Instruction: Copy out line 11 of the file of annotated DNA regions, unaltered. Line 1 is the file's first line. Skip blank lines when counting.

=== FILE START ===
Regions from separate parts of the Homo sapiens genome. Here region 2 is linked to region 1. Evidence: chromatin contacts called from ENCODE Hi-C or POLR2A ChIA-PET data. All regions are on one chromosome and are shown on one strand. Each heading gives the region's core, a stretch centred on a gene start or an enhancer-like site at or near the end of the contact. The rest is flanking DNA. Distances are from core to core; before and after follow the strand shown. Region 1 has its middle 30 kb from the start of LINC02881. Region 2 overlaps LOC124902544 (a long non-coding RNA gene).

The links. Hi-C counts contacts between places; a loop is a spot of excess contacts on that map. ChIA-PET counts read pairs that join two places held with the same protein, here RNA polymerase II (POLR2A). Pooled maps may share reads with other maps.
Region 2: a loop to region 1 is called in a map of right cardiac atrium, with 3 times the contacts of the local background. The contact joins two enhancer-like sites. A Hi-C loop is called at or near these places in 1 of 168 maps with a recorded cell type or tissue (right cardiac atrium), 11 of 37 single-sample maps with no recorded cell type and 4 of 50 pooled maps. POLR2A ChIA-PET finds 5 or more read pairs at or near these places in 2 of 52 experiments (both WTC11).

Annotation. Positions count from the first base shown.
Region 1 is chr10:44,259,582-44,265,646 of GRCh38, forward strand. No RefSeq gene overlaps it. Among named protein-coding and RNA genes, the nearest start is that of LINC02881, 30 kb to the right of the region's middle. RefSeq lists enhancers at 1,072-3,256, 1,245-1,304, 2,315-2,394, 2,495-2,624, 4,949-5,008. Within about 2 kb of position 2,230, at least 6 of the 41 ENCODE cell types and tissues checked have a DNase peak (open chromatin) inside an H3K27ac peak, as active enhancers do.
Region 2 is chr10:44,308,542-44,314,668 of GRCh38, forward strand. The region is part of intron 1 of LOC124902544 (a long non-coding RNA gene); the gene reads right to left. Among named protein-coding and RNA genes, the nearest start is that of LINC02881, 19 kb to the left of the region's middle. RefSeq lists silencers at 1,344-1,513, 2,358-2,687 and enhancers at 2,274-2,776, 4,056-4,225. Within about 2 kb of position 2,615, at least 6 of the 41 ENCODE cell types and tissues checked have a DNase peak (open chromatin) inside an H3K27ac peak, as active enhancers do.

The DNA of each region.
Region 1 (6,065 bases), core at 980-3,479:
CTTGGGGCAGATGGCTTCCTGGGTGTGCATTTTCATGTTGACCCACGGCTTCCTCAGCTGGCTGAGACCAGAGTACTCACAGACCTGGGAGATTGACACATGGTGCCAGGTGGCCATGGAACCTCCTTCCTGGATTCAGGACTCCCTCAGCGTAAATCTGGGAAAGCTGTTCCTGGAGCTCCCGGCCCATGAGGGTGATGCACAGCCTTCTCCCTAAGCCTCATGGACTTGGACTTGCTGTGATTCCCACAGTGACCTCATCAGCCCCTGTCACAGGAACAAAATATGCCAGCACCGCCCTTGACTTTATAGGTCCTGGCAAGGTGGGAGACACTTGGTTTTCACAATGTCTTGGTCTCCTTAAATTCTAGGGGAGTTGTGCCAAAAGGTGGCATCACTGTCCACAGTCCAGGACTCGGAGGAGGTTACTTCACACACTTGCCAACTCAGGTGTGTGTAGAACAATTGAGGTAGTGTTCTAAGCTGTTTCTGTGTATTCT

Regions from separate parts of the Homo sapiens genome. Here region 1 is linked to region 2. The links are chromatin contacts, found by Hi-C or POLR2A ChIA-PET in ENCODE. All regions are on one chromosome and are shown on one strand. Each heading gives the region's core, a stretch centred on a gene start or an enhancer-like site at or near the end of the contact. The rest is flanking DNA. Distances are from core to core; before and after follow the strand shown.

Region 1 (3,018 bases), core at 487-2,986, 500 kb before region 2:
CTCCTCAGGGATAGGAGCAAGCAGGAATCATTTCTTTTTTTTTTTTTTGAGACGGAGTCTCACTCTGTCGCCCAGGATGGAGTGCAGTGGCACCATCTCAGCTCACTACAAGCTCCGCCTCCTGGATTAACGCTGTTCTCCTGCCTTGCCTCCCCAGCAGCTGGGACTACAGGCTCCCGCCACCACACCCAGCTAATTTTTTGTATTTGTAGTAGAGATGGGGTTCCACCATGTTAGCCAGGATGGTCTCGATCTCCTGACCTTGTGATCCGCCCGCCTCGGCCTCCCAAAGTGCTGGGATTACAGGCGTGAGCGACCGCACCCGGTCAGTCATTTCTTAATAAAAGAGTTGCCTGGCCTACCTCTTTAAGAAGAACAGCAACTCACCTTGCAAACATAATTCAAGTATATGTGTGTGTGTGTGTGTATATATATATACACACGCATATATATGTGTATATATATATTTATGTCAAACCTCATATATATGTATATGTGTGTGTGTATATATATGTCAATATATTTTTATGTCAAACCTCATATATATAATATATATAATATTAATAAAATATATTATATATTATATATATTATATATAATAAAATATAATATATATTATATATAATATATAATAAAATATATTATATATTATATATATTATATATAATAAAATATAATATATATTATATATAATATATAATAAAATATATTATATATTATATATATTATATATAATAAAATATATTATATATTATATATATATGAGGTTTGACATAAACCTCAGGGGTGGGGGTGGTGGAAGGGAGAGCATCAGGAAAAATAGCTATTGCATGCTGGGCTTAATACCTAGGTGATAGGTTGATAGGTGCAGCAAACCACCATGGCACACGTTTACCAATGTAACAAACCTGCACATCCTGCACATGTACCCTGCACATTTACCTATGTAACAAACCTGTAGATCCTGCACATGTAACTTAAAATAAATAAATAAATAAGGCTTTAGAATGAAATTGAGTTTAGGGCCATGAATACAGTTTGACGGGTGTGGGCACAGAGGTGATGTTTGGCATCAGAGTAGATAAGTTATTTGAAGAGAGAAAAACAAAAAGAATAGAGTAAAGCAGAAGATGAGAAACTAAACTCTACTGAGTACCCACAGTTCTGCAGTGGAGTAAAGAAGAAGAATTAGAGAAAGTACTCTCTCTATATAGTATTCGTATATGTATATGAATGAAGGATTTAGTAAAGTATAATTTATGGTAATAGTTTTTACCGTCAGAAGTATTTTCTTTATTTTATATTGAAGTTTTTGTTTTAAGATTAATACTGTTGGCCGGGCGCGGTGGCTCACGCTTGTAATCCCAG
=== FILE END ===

Region 1 (3,018 bases), core at 487-2,986, 500 kb before region 2: